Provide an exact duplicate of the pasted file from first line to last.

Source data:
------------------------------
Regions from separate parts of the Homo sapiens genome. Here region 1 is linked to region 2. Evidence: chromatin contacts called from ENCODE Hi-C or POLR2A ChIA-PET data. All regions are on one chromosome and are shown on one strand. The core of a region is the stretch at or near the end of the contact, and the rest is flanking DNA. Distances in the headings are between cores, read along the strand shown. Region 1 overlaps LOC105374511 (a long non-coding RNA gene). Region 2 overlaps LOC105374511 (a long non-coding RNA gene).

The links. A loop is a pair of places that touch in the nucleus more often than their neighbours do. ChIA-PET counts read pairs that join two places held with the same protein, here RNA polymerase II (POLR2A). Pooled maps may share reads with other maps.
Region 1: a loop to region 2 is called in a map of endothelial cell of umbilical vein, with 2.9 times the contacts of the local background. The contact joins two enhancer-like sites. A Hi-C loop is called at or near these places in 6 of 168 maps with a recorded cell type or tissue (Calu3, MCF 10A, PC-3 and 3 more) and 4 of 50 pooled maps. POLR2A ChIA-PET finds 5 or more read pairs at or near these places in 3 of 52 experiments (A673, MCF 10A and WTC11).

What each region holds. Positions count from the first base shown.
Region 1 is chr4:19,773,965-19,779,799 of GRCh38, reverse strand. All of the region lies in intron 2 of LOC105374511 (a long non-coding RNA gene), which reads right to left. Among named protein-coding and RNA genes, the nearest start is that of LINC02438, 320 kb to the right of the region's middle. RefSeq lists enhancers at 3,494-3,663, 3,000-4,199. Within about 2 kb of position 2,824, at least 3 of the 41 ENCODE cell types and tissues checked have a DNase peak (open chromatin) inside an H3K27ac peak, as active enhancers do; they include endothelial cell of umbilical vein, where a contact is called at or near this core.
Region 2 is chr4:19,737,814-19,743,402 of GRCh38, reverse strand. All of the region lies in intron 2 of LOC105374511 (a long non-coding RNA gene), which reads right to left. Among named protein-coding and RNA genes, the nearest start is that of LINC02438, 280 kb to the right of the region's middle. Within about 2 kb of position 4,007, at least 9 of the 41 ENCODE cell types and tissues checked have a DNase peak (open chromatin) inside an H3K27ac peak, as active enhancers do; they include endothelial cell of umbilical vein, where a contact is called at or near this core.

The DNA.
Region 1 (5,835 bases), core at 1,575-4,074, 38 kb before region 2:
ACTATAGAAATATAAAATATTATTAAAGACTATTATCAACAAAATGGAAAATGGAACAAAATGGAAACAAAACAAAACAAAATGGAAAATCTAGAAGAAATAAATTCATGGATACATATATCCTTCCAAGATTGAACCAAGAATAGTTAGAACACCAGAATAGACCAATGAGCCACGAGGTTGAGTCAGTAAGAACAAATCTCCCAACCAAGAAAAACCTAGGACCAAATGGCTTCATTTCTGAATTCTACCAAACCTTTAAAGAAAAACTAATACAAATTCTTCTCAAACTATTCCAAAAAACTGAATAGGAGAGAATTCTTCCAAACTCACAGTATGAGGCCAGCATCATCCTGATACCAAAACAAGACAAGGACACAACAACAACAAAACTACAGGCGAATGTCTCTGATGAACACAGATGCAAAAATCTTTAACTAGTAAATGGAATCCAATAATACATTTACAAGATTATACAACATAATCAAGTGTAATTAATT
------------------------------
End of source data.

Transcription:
Regions from separate parts of the Homo sapiens genome. Here region 1 is linked to region 2. Evidence: chromatin contacts called from ENCODE Hi-C or POLR2A ChIA-PET data. All regions are on one chromosome and are shown on one strand. The core of a region is the stretch at or near the end of the contact, and the rest is flanking DNA. Distances in the headings are between cores, read along the strand shown. Region 1 overlaps LOC105374511 (a long non-coding RNA gene). Region 2 overlaps LOC105374511 (a long non-coding RNA gene).

The links. A loop is a pair of places that touch in the nucleus more often than their neighbours do. ChIA-PET counts read pairs that join two places held with the same protein, here RNA polymerase II (POLR2A). Pooled maps may share reads with other maps.
Region 1: a loop to region 2 is called in a map of endothelial cell of umbilical vein, with 2.9 times the contacts of the local background. The contact joins two enhancer-like sites. A Hi-C loop is called at or near these places in 6 of 168 maps with a recorded cell type or tissue (Calu3, MCF 10A, PC-3 and 3 more) and 4 of 50 pooled maps. POLR2A ChIA-PET finds 5 or more read pairs at or near these places in 3 of 52 experiments (A673, MCF 10A and WTC11).

What each region holds. Positions count from the first base shown.
Region 1 is chr4:19,773,965-19,779,799 of GRCh38, reverse strand. All of the region lies in intron 2 of LOC105374511 (a long non-coding RNA gene), which reads right to left. Among named protein-coding and RNA genes, the nearest start is that of LINC02438, 320 kb to the right of the region's middle. RefSeq lists enhancers at 3,494-3,663, 3,000-4,199. Within about 2 kb of position 2,824, at least 3 of the 41 ENCODE cell types and tissues checked have a DNase peak (open chromatin) inside an H3K27ac peak, as active enhancers do; they include endothelial cell of umbilical vein, where a contact is called at or near this core.
Region 2 is chr4:19,737,814-19,743,402 of GRCh38, reverse strand. All of the region lies in intron 2 of LOC105374511 (a long non-coding RNA gene), which reads right to left. Among named protein-coding and RNA genes, the nearest start is that of LINC02438, 280 kb to the right of the region's middle. Within about 2 kb of position 4,007, at least 9 of the 41 ENCODE cell types and tissues checked have a DNase peak (open chromatin) inside an H3K27ac peak, as active enhancers do; they include endothelial cell of umbilical vein, where a contact is called at or near this core.

The DNA.
Region 1 (5,835 bases), core at 1,575-4,074, 38 kb before region 2:
ACTATAGAAATATAAAATATTATTAAAGACTATTATCAACAAAATGGAAAATGGAACAAAATGGAAACAAAACAAAACAAAATGGAAAATCTAGAAGAAATAAATTCATGGATACATATATCCTTCCAAGATTGAACCAAGAATAGTTAGAACACCAGAATAGACCAATGAGCCACGAGGTTGAGTCAGTAAGAACAAATCTCCCAACCAAGAAAAACCTAGGACCAAATGGCTTCATTTCTGAATTCTACCAAACCTTTAAAGAAAAACTAATACAAATTCTTCTCAAACTATTCCAAAAAACTGAATAGGAGAGAATTCTTCCAAACTCACAGTATGAGGCCAGCATCATCCTGATACCAAAACAAGACAAGGACACAACAACAACAAAACTACAGGCGAATGTCTCTGATGAACACAGATGCAAAAATCTTTAACTAGTAAATGGAATCCAATAATACATTTACAAGATTATACAACATAATCAAGTGTAATTAATT